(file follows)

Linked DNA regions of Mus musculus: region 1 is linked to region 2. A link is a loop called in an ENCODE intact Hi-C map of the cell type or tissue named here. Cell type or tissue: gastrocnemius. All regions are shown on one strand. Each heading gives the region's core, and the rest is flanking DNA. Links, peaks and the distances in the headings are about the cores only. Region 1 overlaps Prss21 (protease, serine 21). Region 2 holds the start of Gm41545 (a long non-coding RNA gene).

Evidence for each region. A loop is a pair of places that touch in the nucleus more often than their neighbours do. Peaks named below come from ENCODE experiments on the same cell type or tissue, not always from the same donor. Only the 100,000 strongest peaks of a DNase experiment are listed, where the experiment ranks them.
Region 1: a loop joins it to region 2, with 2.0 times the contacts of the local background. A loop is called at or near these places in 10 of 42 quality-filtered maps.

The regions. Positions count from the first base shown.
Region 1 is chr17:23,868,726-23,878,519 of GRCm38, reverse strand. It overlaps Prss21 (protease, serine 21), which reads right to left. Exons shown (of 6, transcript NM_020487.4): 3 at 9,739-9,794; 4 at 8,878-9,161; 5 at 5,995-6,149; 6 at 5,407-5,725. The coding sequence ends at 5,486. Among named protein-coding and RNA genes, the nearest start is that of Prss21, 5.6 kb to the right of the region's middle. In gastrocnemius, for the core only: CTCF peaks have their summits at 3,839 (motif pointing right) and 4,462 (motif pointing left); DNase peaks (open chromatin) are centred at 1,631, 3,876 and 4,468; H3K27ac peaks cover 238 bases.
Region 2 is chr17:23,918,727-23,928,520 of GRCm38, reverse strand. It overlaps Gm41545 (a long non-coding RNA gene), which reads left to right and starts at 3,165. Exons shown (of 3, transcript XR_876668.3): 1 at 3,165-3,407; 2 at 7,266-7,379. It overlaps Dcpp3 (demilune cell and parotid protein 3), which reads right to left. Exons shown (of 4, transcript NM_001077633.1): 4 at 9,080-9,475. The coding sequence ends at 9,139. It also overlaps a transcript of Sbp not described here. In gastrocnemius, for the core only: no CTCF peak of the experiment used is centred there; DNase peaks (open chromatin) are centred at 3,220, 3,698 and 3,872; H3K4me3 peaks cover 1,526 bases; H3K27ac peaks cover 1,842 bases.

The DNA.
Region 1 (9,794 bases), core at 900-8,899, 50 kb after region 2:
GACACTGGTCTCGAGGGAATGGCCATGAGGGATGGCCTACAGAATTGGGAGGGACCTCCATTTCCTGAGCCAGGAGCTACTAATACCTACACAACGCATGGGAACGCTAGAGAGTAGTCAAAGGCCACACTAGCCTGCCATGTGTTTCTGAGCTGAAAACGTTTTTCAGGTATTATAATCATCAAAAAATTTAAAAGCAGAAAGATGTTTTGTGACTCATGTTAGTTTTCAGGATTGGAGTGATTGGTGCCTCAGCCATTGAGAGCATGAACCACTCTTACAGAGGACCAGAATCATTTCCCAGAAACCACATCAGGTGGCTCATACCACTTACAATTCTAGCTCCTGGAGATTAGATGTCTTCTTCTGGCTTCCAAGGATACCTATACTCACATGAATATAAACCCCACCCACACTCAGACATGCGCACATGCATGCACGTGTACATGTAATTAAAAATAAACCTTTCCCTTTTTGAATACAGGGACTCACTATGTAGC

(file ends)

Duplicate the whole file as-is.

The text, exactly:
Linked DNA regions of Mus musculus: region 1 is linked to region 2. A link is a loop called in an ENCODE intact Hi-C map of the cell type or tissue named here. Cell type or tissue: gastrocnemius. All regions are shown on one strand. Each heading gives the region's core, and the rest is flanking DNA. Links, peaks and the distances in the headings are about the cores only. Region 1 overlaps Prss21 (protease, serine 21). Region 2 holds the start of Gm41545 (a long non-coding RNA gene).

Evidence for each region. A loop is a pair of places that touch in the nucleus more often than their neighbours do. Peaks named below come from ENCODE experiments on the same cell type or tissue, not always from the same donor. Only the 100,000 strongest peaks of a DNase experiment are listed, where the experiment ranks them.
Region 1: a loop joins it to region 2, with 2.0 times the contacts of the local background. A loop is called at or near these places in 10 of 42 quality-filtered maps.

The regions. Positions count from the first base shown.
Region 1 is chr17:23,868,726-23,878,519 of GRCm38, reverse strand. It overlaps Prss21 (protease, serine 21), which reads right to left. Exons shown (of 6, transcript NM_020487.4): 3 at 9,739-9,794; 4 at 8,878-9,161; 5 at 5,995-6,149; 6 at 5,407-5,725. The coding sequence ends at 5,486. Among named protein-coding and RNA genes, the nearest start is that of Prss21, 5.6 kb to the right of the region's middle. In gastrocnemius, for the core only: CTCF peaks have their summits at 3,839 (motif pointing right) and 4,462 (motif pointing left); DNase peaks (open chromatin) are centred at 1,631, 3,876 and 4,468; H3K27ac peaks cover 238 bases.
Region 2 is chr17:23,918,727-23,928,520 of GRCm38, reverse strand. It overlaps Gm41545 (a long non-coding RNA gene), which reads left to right and starts at 3,165. Exons shown (of 3, transcript XR_876668.3): 1 at 3,165-3,407; 2 at 7,266-7,379. It overlaps Dcpp3 (demilune cell and parotid protein 3), which reads right to left. Exons shown (of 4, transcript NM_001077633.1): 4 at 9,080-9,475. The coding sequence ends at 9,139. It also overlaps a transcript of Sbp not described here. In gastrocnemius, for the core only: no CTCF peak of the experiment used is centred there; DNase peaks (open chromatin) are centred at 3,220, 3,698 and 3,872; H3K4me3 peaks cover 1,526 bases; H3K27ac peaks cover 1,842 bases.

The DNA.
Region 1 (9,794 bases), core at 900-8,899, 50 kb after region 2:
GACACTGGTCTCGAGGGAATGGCCATGAGGGATGGCCTACAGAATTGGGAGGGACCTCCATTTCCTGAGCCAGGAGCTACTAATACCTACACAACGCATGGGAACGCTAGAGAGTAGTCAAAGGCCACACTAGCCTGCCATGTGTTTCTGAGCTGAAAACGTTTTTCAGGTATTATAATCATCAAAAAATTTAAAAGCAGAAAGATGTTTTGTGACTCATGTTAGTTTTCAGGATTGGAGTGATTGGTGCCTCAGCCATTGAGAGCATGAACCACTCTTACAGAGGACCAGAATCATTTCCCAGAAACCACATCAGGTGGCTCATACCACTTACAATTCTAGCTCCTGGAGATTAGATGTCTTCTTCTGGCTTCCAAGGATACCTATACTCACATGAATATAAACCCCACCCACACTCAGACATGCGCACATGCATGCACGTGTACATGTAATTAAAAATAAACCTTTCCCTTTTTGAATACAGGGACTCACTATGTAGC